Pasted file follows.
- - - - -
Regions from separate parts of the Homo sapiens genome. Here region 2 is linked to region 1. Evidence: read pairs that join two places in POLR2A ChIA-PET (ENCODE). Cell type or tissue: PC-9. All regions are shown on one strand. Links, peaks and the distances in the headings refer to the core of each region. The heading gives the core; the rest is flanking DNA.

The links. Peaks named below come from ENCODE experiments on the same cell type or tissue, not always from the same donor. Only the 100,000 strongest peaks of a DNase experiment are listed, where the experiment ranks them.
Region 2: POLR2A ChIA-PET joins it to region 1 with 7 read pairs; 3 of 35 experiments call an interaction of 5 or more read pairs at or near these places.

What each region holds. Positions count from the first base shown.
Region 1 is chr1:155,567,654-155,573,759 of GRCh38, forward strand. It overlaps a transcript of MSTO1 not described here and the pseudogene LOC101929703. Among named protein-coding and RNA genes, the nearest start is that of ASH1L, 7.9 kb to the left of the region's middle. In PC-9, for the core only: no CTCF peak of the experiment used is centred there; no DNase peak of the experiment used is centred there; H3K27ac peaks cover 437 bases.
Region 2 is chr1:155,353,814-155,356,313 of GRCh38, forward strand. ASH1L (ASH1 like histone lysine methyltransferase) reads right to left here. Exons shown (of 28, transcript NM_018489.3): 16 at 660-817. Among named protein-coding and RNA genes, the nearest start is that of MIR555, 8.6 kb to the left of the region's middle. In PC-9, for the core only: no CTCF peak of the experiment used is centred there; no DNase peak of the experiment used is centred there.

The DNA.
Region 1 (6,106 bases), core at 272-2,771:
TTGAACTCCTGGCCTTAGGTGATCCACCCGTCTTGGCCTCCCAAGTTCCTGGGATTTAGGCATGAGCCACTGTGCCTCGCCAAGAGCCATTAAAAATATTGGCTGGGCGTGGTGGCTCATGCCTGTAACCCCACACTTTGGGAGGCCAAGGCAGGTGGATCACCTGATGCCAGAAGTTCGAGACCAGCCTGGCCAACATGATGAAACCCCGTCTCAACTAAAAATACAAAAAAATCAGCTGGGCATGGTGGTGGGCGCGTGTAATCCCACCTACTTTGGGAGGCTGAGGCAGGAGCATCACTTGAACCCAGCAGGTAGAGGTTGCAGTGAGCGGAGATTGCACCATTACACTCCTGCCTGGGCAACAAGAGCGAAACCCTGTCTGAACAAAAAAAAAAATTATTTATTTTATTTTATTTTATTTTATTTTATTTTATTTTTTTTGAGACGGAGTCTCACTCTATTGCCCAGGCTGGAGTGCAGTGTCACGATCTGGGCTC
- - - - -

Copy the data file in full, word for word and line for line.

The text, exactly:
Regions from separate parts of the Homo sapiens genome. Here region 2 is linked to region 1. Evidence: read pairs that join two places in POLR2A ChIA-PET (ENCODE). Cell type or tissue: PC-9. All regions are shown on one strand. Links, peaks and the distances in the headings refer to the core of each region. The heading gives the core; the rest is flanking DNA.

The links. Peaks named below come from ENCODE experiments on the same cell type or tissue, not always from the same donor. Only the 100,000 strongest peaks of a DNase experiment are listed, where the experiment ranks them.
Region 2: POLR2A ChIA-PET joins it to region 1 with 7 read pairs; 3 of 35 experiments call an interaction of 5 or more read pairs at or near these places.

What each region holds. Positions count from the first base shown.
Region 1 is chr1:155,567,654-155,573,759 of GRCh38, forward strand. It overlaps a transcript of MSTO1 not described here and the pseudogene LOC101929703. Among named protein-coding and RNA genes, the nearest start is that of ASH1L, 7.9 kb to the left of the region's middle. In PC-9, for the core only: no CTCF peak of the experiment used is centred there; no DNase peak of the experiment used is centred there; H3K27ac peaks cover 437 bases.
Region 2 is chr1:155,353,814-155,356,313 of GRCh38, forward strand. ASH1L (ASH1 like histone lysine methyltransferase) reads right to left here. Exons shown (of 28, transcript NM_018489.3): 16 at 660-817. Among named protein-coding and RNA genes, the nearest start is that of MIR555, 8.6 kb to the left of the region's middle. In PC-9, for the core only: no CTCF peak of the experiment used is centred there; no DNase peak of the experiment used is centred there.

The DNA.
Region 1 (6,106 bases), core at 272-2,771:
TTGAACTCCTGGCCTTAGGTGATCCACCCGTCTTGGCCTCCCAAGTTCCTGGGATTTAGGCATGAGCCACTGTGCCTCGCCAAGAGCCATTAAAAATATTGGCTGGGCGTGGTGGCTCATGCCTGTAACCCCACACTTTGGGAGGCCAAGGCAGGTGGATCACCTGATGCCAGAAGTTCGAGACCAGCCTGGCCAACATGATGAAACCCCGTCTCAACTAAAAATACAAAAAAATCAGCTGGGCATGGTGGTGGGCGCGTGTAATCCCACCTACTTTGGGAGGCTGAGGCAGGAGCATCACTTGAACCCAGCAGGTAGAGGTTGCAGTGAGCGGAGATTGCACCATTACACTCCTGCCTGGGCAACAAGAGCGAAACCCTGTCTGAACAAAAAAAAAAATTATTTATTTTATTTTATTTTATTTTATTTTATTTTATTTTTTTTGAGACGGAGTCTCACTCTATTGCCCAGGCTGGAGTGCAGTGTCACGATCTGGGCTC